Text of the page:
While these five make up the alleged group of goaltenders that Canada has invited to Olympic training camp there are some notable absences. Cam Ward of the Carolina Hurricanes sticks out as the main surprise considering he has played many times for Canada at World Championships and has had plenty of success with the Canes. Meanwhile, Martin Brodeur who has played for Canada at every Olympic Games that has allowed NHL players, leading the team to gold in 2002, has also been overlooked. Marc-Andre Fleury, who was on the roster in Vancouver, has not been incredibly reliable as of late and therefore has lost an opportunity to represent his country again.
Whatever happens these will be the men under the most scrutiny and criticism as Canada heads into the 2014 games. Nobody is quite sure what will come of Canada’s goaltending but almost all consider it to be the weakness of the team. As for which of Crawford, Price or Luongo will start the tournament Canada will probably pick two of them, more evident which two closer to the time, and split their time in the round robin. This is what Canada did in both 2002 and 2010 when the won gold and both times the goalie initially considered the starter lost his job to the man who would lead the team to the championship.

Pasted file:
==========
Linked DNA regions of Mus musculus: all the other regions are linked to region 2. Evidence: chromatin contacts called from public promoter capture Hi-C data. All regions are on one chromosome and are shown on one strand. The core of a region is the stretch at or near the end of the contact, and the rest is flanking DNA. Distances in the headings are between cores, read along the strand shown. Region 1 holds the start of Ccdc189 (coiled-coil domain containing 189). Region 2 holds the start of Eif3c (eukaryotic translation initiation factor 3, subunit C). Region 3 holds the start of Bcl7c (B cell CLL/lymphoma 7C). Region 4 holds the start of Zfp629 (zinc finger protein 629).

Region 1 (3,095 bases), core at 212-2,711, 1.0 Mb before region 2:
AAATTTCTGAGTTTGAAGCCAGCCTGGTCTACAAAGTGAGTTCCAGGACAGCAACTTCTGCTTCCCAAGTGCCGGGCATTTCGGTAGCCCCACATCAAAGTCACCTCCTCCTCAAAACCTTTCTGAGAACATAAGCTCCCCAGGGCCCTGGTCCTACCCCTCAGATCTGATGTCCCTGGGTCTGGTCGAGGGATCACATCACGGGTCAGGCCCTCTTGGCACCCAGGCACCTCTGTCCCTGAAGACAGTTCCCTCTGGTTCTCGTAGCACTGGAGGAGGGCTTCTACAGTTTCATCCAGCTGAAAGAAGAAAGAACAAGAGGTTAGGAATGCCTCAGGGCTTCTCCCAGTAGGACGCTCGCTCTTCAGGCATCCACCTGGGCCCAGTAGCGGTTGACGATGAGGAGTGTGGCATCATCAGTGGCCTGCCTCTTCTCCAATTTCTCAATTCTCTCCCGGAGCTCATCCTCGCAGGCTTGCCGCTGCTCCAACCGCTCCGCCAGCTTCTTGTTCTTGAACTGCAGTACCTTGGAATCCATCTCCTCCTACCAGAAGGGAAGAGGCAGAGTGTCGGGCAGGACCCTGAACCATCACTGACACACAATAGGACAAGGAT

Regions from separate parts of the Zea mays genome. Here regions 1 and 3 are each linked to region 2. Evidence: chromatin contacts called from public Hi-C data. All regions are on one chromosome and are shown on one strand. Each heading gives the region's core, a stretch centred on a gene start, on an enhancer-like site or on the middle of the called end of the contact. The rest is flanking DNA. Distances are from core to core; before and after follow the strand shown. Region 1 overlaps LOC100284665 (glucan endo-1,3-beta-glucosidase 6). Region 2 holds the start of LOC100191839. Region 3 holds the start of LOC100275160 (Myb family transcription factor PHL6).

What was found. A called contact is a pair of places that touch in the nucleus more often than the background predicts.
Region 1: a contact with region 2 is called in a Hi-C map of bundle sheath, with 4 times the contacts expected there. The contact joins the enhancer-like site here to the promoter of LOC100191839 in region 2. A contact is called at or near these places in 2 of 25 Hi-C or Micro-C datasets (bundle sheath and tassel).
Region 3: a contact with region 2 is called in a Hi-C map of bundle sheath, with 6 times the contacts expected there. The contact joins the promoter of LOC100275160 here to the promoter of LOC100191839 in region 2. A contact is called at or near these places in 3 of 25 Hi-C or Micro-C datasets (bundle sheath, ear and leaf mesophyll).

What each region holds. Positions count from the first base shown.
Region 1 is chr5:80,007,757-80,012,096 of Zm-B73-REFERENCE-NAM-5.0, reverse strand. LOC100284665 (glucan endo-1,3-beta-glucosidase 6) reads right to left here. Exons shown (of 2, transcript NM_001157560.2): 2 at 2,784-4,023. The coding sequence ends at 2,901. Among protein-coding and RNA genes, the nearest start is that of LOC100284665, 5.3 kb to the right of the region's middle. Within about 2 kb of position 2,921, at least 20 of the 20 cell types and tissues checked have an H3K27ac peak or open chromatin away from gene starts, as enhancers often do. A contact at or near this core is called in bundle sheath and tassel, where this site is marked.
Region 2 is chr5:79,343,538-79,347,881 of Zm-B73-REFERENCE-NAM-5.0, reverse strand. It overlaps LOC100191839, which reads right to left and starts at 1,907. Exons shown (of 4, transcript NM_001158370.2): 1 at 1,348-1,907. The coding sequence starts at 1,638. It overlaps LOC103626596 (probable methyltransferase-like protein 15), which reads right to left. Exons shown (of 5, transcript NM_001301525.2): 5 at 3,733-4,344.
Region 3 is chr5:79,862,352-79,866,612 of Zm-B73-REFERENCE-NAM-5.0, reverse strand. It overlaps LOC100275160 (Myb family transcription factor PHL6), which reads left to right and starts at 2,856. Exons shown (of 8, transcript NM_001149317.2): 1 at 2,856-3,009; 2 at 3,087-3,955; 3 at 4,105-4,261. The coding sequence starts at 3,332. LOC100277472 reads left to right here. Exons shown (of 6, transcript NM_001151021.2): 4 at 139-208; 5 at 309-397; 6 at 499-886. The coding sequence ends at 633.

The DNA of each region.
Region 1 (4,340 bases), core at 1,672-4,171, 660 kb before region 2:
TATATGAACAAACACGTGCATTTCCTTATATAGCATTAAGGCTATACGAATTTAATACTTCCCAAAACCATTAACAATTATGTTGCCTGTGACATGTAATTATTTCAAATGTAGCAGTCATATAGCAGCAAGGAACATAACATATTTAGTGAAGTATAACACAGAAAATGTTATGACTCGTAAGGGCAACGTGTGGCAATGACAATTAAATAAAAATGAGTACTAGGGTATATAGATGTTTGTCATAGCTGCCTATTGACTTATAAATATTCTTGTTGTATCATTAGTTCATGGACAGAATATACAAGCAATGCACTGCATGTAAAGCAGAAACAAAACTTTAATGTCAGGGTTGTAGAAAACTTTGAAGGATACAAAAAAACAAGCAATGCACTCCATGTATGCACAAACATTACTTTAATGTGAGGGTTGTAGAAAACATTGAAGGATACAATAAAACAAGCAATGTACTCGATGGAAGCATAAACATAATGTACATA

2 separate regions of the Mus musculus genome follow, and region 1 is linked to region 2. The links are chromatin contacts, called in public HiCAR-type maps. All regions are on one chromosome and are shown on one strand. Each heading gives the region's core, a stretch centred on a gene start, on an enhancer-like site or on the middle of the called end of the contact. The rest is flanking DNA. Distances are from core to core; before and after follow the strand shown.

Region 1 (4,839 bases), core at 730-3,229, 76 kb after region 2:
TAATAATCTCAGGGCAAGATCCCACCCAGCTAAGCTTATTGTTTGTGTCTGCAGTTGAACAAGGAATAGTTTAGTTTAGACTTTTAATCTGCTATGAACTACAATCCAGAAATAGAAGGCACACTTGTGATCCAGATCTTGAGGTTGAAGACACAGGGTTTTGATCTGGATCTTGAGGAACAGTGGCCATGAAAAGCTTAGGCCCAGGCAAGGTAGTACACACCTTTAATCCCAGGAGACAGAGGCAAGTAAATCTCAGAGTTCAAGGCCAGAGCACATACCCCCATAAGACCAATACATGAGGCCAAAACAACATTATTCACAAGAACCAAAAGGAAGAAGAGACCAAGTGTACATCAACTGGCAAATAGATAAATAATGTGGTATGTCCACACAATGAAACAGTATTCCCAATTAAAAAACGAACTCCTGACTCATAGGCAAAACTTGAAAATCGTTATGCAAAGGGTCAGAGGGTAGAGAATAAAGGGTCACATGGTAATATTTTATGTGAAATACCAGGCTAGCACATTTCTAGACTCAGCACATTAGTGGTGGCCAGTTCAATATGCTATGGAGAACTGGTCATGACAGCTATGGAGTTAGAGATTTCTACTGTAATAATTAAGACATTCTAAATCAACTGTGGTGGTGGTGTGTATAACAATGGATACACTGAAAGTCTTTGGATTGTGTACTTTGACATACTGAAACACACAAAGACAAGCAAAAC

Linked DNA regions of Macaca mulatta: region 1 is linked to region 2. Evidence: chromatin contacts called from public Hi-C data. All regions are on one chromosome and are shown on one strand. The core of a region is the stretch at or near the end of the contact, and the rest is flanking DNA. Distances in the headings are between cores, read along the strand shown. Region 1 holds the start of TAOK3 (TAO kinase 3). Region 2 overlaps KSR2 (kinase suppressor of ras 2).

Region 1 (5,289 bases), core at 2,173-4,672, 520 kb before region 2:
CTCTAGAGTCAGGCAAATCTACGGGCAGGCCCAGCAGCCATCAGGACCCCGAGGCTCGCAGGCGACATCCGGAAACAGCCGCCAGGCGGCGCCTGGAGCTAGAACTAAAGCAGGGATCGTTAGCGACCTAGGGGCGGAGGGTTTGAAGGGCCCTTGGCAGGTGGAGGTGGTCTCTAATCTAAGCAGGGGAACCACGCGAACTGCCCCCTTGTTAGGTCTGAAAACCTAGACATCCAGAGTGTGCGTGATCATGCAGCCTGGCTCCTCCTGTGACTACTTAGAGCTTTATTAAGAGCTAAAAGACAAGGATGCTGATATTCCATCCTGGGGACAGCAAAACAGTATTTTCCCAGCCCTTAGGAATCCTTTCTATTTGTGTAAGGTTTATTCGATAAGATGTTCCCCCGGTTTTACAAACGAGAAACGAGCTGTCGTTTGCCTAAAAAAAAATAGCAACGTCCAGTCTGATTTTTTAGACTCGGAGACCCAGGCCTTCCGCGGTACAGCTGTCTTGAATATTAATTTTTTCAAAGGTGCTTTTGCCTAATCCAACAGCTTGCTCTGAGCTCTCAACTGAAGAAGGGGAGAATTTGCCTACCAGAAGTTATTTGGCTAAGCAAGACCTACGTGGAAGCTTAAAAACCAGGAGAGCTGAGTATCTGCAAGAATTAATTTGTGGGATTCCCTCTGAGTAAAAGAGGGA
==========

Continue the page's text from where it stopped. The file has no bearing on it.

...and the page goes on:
The problem with this, however, as I outlined in an article earlier this year, is that Canada’s group is not all that competitive. In a Group B consisting of Finland, Austria and Norway Canada will be hardpressed to find meaningful games that will display their calibre of goaltending or prepare the team for what they will face in later rounds. But nonetheless, unless one of these three really conveys themselves as the starter before the tournament begins the two goaltender strategy should be adopted.
Canada’s tournament may come down to the performance of the man that stands between the pipes and these are the five men that have been selected to compete for that honour. In less than a year for now we will discover whether that man finds glory or disappointment.